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12.09.2004

And now a word from Big Unit...

Separate This


By Big Unit

What's going on in Mustang, Oklahoma?

I would like to say that I do not believe that separation of church and state exists to the extent that most people believe it does. For example, if the fire department decorates for Christmas and includes a nativity scene I do not feel they are forcing me to be Christian. If they put up decorations relating to other religions I wouldn't be offended or feel pressure to join that religion. However, if they put up a sign that stated Believe in Christ or your we will let your house burn down that establishes a law respecting an establishment of religion. (What the First Amendment actually states).

Relating to the Christmas, pardon me, Holiday play at Mustang Lakehoma Elementary School; I agree that after talking about other traditions and religions they shouldn't say that Christianity is the only true religion (that is the understanding I have of the original play). Instead of changing the play to give all traditions and religions equal billing Superintendent Karl Springer totally removed the Christian portion of the program rather than risk offending someone or having a complaint filed. How does that make sense? Instead of a common sense solution that wouldn't have offended any reasonable person, Springer opted for a plan that, especially in Mustang, Oklahoma, might offend a majority of the citizens. How about using some common sense and giving equal billing to all traditions and religions (of course how could they include all of them and would they have to include the beliefs of al Qaeda?) or to drop the play all together.

"The phrase "wall of separation" entered the lexicon of American constitutional law in the U.S. Supreme Court's ruling in Reynolds v. United States (1879). Opining that the missive "may be accepted almost as an authoritative declaration of the scope and effect of the [First A]mendment thus secured," the Court reprinted a flawed transcription of the Danbury letter. Most scholars agree that the wall metaphor played no role in the Court's decision. Chief Justice Morrison R. Waite, who authored the opinion, was drawn to another clause in Jefferson's text, but he could not edit the letter artfully to leave out the figurative phrase. The Chief Justice relied on Jefferson's statement that the powers of civil government could reach men's actions only, not their opinions. The Reynolds Court was focused on the legislative powers of Congress to criminalize the Mormon practice of polygamy and was apparently drawn to this passage because of the mistranscription of "legitimate powers" as "legislative powers". But for this erroneous transcription, the Court might have had little or no interest in the Danbury letter, and the wall metaphor might not have entered the American legal lexicon." Taken from "How Thomas Jefferson's "Wall of Separation" Redefined Church-State Law and Policy" by Daniel L. Dreisbach.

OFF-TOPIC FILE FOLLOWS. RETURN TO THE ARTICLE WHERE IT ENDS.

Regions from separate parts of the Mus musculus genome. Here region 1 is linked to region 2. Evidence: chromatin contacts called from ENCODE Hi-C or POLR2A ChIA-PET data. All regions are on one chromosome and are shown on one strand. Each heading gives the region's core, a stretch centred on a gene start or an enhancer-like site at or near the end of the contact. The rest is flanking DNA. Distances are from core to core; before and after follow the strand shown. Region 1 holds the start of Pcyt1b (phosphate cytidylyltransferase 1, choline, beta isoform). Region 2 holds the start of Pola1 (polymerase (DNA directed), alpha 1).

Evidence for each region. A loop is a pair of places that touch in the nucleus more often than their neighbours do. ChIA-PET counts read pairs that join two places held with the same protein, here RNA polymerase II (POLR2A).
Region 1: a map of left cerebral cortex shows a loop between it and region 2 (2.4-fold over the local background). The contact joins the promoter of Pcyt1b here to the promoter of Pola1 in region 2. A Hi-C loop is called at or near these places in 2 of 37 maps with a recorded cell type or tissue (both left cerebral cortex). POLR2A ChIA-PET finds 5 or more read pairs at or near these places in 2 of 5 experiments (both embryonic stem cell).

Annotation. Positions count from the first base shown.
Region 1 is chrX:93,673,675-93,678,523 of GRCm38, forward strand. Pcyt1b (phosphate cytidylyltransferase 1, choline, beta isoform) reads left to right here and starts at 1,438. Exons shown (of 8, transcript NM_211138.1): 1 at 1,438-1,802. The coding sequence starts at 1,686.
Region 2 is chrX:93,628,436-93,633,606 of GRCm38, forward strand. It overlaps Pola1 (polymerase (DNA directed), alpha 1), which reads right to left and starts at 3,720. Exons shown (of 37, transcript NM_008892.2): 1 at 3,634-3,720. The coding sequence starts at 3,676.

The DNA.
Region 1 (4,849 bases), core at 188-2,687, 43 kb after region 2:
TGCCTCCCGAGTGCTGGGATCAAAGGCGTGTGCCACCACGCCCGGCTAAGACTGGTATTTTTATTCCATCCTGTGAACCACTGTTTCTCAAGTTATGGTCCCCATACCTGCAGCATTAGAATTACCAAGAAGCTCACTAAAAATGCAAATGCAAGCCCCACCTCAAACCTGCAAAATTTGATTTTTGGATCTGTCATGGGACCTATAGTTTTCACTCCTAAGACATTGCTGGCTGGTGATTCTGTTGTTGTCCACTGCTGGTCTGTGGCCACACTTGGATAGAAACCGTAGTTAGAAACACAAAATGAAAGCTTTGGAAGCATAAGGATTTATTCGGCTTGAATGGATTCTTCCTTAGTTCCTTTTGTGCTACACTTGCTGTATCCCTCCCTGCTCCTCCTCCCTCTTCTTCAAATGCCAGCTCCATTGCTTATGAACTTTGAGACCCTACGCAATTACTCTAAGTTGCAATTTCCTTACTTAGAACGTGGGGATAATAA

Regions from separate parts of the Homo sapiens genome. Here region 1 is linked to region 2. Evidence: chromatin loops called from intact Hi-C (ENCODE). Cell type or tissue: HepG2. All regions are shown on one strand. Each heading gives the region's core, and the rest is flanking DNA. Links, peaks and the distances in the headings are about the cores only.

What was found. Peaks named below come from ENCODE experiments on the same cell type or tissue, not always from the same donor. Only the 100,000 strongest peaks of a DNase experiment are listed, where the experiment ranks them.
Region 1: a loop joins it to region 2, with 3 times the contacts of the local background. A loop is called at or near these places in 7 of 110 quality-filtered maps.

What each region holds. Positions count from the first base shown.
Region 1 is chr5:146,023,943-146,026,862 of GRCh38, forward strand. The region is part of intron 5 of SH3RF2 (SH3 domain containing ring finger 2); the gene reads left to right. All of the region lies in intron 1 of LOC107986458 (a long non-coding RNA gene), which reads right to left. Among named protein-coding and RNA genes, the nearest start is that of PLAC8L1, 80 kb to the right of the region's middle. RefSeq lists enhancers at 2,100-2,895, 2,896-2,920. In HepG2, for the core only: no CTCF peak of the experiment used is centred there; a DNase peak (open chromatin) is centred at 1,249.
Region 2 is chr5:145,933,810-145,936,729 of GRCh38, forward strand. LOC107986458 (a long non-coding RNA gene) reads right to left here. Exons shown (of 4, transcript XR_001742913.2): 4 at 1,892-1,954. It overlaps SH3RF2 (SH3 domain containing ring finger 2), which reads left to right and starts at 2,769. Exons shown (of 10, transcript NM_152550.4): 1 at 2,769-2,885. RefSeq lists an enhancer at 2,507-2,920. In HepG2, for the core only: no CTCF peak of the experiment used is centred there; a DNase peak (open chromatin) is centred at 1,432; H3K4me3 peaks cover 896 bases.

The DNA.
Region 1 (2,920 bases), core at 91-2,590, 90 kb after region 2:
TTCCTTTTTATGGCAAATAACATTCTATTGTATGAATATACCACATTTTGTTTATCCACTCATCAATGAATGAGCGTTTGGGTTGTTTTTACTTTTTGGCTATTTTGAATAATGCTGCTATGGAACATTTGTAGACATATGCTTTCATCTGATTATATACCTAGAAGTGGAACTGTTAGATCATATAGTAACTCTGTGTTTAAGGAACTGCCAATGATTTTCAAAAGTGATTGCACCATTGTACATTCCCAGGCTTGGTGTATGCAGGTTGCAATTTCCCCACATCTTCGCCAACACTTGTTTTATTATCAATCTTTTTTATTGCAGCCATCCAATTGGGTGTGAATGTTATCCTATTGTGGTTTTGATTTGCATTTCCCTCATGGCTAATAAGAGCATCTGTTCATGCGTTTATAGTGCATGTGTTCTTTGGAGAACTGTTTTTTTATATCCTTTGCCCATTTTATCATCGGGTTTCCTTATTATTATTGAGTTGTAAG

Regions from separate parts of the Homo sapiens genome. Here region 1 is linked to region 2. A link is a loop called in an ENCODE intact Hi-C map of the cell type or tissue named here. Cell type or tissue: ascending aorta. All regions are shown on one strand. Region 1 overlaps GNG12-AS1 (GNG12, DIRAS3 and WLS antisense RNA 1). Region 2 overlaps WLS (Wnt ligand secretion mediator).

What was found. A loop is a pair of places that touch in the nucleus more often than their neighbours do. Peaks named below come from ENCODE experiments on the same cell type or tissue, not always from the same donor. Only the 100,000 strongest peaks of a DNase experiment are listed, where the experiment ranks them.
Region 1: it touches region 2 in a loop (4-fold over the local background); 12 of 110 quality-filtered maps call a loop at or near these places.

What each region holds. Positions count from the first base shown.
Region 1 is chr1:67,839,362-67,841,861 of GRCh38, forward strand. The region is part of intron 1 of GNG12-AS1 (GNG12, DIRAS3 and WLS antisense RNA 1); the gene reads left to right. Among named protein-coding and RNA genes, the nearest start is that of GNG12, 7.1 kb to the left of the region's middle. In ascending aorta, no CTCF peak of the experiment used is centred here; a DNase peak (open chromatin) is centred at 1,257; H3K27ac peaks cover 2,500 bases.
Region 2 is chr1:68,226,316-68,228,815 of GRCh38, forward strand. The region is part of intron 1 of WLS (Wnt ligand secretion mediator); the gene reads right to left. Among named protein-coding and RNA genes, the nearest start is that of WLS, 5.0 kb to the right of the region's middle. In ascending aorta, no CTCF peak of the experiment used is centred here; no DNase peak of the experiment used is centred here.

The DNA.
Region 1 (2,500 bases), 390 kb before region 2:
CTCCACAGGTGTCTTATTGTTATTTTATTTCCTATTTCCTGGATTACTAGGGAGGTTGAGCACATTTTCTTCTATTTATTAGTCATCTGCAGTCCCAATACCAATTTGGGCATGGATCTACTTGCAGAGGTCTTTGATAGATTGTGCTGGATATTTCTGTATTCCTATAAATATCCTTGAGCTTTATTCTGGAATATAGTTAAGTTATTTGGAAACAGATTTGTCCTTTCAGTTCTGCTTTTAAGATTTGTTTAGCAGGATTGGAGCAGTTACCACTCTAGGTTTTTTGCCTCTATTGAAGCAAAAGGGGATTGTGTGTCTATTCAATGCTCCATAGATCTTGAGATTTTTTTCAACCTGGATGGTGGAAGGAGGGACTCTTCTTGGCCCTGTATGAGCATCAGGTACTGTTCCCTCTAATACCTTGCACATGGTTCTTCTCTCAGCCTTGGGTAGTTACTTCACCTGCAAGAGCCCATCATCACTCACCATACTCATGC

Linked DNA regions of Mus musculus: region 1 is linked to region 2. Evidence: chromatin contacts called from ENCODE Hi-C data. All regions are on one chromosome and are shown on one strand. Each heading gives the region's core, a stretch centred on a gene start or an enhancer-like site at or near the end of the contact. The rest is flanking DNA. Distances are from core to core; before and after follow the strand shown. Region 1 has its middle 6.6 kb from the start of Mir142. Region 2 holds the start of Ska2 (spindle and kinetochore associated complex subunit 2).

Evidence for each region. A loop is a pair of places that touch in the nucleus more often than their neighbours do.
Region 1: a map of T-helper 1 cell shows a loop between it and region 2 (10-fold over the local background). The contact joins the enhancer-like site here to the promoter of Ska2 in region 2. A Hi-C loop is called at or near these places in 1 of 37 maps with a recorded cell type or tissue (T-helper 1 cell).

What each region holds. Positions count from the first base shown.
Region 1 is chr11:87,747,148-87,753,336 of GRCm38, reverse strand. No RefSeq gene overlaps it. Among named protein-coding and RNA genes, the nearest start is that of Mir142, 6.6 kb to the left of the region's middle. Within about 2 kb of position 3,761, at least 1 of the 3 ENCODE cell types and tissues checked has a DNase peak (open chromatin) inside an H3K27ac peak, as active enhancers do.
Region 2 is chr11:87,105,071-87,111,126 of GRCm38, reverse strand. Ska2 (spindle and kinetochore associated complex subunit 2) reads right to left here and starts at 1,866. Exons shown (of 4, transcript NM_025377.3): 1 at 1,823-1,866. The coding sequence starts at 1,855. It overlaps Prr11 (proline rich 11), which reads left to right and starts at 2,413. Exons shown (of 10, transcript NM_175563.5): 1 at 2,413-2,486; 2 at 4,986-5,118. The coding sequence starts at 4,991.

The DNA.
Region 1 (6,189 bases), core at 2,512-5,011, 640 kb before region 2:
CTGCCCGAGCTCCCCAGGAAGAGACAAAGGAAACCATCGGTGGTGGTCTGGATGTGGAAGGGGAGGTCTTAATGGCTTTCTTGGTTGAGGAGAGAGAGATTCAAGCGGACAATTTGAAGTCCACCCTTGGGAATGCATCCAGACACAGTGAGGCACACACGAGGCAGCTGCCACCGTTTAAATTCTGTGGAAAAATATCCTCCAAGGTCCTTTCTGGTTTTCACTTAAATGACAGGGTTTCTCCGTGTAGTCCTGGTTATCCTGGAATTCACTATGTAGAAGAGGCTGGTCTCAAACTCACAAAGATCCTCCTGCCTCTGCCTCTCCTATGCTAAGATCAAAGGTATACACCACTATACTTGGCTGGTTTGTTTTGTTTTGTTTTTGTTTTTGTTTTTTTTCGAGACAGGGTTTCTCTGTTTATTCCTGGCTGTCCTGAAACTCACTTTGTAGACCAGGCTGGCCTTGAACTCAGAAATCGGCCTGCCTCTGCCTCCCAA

Check out national bestseller "Under the Banner of Heaven" by Jon Krakauer to learn more about the start of Mormonism and it's radical sects.

There is a lot of information out there on this subject but hey this is a blog not a research paper. I just want some common sense in this world.

Just as a side note; the schools sure don't have a problem promoting the land run or Columbus day which are offensive to Native Americans.


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